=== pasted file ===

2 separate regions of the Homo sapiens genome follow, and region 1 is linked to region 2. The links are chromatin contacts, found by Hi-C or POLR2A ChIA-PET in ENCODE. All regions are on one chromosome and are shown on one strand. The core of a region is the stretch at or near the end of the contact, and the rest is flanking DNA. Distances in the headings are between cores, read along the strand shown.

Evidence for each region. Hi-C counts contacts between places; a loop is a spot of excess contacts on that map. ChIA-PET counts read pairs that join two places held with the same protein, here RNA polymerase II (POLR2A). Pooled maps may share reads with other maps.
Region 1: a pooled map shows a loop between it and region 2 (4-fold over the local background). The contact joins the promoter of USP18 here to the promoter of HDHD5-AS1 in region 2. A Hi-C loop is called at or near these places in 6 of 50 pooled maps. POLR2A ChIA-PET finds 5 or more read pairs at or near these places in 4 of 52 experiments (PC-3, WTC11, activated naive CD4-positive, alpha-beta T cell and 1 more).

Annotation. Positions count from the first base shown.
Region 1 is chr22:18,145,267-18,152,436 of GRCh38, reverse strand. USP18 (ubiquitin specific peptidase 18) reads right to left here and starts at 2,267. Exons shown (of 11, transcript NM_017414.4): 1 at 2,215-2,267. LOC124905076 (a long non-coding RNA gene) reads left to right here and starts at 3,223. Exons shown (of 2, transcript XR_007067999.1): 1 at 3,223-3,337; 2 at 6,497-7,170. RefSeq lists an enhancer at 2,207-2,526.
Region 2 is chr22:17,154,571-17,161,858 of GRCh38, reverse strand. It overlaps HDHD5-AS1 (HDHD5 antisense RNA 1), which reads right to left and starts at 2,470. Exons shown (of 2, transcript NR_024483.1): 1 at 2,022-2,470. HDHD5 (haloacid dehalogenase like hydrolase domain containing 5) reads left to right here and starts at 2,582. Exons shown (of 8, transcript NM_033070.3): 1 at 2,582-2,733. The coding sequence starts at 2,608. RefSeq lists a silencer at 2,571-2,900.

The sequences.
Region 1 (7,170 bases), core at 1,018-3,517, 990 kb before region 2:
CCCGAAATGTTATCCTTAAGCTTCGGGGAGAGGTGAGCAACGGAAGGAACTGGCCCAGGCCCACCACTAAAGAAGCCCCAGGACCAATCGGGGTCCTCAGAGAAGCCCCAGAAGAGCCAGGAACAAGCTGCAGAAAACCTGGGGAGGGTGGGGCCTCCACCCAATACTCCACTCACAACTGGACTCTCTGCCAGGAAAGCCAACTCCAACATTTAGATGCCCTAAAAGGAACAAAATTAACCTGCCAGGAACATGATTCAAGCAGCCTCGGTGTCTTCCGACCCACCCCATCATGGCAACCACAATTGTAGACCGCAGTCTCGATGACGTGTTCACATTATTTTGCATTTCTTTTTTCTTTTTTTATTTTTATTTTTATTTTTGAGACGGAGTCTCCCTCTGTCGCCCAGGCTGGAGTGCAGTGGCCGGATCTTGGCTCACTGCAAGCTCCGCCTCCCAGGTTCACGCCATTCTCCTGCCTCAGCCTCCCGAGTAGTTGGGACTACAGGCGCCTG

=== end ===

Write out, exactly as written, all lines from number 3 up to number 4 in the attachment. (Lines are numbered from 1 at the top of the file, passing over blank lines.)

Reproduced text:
Region 1: a pooled map shows a loop between it and region 2 (4-fold over the local background). The contact joins the promoter of USP18 here to the promoter of HDHD5-AS1 in region 2. A Hi-C loop is called at or near these places in 6 of 50 pooled maps. POLR2A ChIA-PET finds 5 or more read pairs at or near these places in 4 of 52 experiments (PC-3, WTC11, activated naive CD4-positive, alpha-beta T cell and 1 more).

Annotation. Positions count from the first base shown.